Tim’s expertise is using Monopoly, the world’s most famous board game, as a teaching tool in his classroom to teach Common Core math skills, as well as high-level business, economics, and social-negotiation skills. Tim’s students have won actual MONOPOLY tournament games against U.S. & World Champions, all while significantly improving their overall academic test scores.


He has spoken all across the nation to thousands of teachers and business leaders about his MONOPOLY Academy classroom education program. One such presentation, in which he speaks to 1200 business leaders from 20 countries in downtown San Francisco at the 2012 International Business Gamification Summit (GSummit 2012) can be found here: https://www.youtube.com/watch?v=3iHv3vrW2Lo


Tim was recently interviewed by CBS National News regarding his use of MONOPOLY in the classroom and the game’s long history in educational contexts. That video can be viewed here:
http://www.cbsnews.com/videos/the-surprising-history-behind-the-board-game-monopoly/

Finally, Tim organizes and runs the largest annual MONOPOLY tournament in the nation (which is a fundraiser for his daughter’s school). You can learn more about that, including photos, here: www.HDMC.orsweb.net

Tim lives in Apple Valley, California with his amazing & beautiful wife & daughter, and one super-smart, crazy-loco, high-octane dog.

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What is the Purpose of an Education?

“Liberal studies meant you were liberating your mind from ignorance.”  –Tim Vandenberg

“Another major purpose of an education is to ENJOY producing an income.  You want to be able to CHOOSE your path in life.” –Tim Vandenberg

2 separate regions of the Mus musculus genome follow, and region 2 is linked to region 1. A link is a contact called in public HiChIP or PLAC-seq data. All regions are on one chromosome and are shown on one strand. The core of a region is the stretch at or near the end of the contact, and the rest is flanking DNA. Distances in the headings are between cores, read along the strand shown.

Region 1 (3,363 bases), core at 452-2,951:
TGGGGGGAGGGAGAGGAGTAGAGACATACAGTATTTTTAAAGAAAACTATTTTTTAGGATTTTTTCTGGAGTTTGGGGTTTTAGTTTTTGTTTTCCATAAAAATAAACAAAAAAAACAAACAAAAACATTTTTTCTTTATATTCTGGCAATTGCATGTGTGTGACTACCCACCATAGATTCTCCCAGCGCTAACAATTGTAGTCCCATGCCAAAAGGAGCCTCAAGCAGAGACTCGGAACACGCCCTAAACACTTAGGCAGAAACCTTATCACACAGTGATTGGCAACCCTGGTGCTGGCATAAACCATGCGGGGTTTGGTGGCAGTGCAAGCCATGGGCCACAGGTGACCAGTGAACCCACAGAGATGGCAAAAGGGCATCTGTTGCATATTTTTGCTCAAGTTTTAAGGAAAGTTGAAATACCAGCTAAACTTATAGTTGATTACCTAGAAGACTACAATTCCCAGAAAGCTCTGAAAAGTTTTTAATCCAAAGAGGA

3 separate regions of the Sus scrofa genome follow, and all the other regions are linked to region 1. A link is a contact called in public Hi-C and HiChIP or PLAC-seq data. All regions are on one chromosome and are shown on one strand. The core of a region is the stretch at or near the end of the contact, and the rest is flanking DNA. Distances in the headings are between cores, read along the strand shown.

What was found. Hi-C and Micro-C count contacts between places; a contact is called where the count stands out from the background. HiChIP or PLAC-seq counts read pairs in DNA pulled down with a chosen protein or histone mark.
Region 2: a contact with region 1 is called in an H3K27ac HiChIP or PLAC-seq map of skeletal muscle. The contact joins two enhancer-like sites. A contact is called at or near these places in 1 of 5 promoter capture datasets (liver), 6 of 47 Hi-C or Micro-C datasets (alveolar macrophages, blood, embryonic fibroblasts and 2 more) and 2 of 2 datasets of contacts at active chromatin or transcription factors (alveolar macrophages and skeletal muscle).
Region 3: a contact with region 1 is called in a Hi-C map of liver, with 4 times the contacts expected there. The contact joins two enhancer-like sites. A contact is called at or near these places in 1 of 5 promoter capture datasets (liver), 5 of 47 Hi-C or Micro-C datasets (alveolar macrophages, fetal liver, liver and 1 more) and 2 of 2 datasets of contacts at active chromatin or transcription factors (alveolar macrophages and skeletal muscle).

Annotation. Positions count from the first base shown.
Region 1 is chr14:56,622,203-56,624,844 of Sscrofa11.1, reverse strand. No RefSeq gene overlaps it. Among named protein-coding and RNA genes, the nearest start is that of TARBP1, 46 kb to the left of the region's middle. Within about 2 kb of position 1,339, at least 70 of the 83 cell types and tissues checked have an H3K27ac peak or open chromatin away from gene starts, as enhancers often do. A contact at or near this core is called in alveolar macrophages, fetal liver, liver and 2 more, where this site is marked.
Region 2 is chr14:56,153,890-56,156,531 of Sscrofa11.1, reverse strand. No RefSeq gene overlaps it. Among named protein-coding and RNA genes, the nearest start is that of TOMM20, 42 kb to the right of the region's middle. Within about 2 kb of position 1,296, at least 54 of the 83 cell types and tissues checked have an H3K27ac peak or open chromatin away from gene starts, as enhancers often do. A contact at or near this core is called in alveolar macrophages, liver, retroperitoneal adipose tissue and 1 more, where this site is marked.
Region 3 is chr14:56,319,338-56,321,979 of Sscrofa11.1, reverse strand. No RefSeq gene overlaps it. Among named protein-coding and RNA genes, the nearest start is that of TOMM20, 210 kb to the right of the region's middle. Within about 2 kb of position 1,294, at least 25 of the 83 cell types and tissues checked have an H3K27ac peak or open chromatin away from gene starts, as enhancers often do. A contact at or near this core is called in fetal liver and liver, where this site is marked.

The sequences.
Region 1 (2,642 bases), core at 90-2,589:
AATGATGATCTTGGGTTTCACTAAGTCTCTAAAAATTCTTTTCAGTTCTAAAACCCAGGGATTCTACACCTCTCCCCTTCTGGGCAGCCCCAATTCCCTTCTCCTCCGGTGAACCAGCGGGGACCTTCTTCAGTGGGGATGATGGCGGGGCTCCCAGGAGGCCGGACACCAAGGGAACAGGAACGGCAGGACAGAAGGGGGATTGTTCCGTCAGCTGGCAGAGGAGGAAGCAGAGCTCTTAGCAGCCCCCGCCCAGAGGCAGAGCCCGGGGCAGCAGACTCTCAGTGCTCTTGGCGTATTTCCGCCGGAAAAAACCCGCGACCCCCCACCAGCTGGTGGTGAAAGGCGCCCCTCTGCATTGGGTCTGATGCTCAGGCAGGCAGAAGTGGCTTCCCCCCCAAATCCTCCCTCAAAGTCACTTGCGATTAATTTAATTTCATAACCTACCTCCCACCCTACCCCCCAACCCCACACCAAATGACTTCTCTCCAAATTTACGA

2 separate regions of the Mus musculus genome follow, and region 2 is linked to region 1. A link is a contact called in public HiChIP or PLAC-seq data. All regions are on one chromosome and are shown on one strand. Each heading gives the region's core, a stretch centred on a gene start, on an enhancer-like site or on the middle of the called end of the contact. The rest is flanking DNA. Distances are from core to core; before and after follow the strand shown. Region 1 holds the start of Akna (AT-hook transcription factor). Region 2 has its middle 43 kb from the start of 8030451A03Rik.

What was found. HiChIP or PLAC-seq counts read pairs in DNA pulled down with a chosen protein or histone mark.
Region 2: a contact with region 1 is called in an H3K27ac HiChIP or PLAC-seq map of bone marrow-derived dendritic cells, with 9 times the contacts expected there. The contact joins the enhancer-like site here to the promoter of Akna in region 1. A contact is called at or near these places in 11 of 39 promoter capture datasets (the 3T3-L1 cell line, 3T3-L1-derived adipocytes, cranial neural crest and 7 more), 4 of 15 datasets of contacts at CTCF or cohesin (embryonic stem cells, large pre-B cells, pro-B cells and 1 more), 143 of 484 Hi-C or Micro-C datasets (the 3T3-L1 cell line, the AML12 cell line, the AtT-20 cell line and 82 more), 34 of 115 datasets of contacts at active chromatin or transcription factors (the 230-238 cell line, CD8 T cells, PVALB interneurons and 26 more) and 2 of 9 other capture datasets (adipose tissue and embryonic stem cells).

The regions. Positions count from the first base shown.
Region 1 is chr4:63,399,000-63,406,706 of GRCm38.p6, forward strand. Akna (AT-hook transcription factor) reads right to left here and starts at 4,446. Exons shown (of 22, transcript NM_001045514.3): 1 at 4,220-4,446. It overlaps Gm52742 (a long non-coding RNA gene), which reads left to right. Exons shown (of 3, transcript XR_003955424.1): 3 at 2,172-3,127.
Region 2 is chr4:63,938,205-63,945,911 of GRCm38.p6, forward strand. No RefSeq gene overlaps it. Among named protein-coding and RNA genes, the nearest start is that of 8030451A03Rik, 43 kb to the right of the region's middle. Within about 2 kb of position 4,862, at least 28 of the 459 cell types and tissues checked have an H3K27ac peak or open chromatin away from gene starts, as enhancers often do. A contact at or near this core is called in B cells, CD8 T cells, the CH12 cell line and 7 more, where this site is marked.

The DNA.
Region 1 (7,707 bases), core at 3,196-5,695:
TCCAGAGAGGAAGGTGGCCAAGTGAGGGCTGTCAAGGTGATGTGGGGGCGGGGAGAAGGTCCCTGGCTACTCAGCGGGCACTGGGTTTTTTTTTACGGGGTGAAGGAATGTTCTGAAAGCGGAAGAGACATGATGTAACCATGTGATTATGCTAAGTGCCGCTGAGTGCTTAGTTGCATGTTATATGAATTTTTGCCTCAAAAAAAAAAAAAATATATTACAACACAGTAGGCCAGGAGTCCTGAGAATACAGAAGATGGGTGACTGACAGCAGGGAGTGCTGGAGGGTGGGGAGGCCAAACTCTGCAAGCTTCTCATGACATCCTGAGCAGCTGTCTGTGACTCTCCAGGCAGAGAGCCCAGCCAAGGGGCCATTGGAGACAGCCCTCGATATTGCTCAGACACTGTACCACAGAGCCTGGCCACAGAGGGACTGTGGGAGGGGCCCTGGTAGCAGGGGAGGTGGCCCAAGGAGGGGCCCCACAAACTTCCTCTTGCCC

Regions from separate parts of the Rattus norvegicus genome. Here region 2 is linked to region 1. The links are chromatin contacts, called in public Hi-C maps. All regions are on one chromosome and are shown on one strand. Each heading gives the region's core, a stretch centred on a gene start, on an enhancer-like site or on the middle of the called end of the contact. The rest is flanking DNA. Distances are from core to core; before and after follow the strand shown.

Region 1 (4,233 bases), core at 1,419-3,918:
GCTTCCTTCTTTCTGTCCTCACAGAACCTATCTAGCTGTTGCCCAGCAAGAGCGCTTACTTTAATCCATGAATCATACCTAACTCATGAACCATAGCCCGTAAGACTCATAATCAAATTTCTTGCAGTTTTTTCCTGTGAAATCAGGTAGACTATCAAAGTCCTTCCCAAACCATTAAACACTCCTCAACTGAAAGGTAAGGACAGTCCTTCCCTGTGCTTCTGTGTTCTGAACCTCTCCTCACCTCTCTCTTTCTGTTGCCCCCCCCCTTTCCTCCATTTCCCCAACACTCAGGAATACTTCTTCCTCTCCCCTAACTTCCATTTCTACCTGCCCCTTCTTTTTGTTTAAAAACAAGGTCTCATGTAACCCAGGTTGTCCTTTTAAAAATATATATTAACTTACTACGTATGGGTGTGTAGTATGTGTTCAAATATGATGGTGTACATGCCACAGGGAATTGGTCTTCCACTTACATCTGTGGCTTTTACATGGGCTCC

“An education in America is also important for creating an educated democracy.  Our original presidents like Washington emphasized that without an educated voting public, our country will go pretty bad pretty quick.”  –Tim Vandenberg

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Tim’s Favorite Quote

 “This is the real secret of life–to be completely engaged with what you are doing in the here and now. And instead of calling it work, realize it is play.” –Alan W. Watts

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Additional Notes

Links:

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Full Text Transcript – Coming Soon!

“Then I had another thought: Physics disgusts me a little bit now, but I used to enjoy doing physics. Why did I enjoy it? I used to play with it. I used to do whatever I felt like doing–it didn’t have to do with whether it was important for the development of nuclear physics, but whether it was interesting and amusing for me to play with…

So I got this new attitude…  I’m going to play with physics, whenever I want to, without worrying about any importance whatsoever.

Within a week I was in the cafeteria and some guy, fooling around, throws a plate in the air. As the plate went up in the air I saw it wobble, and I noticed the red medallion of Cornell on the plate going around. It was pretty obvious to me that the medallion went around faster than the wobbling…

It was effortless. It was easy to play with these things. It was like uncorking a bottle: Everything flowed out effortlessly. I almost tried to resist it! There was no importance to what I was doing, but ultimately there was. The diagrams and the whole business that I got the Nobel Prize for came from that piddling around with the wobbling plate.”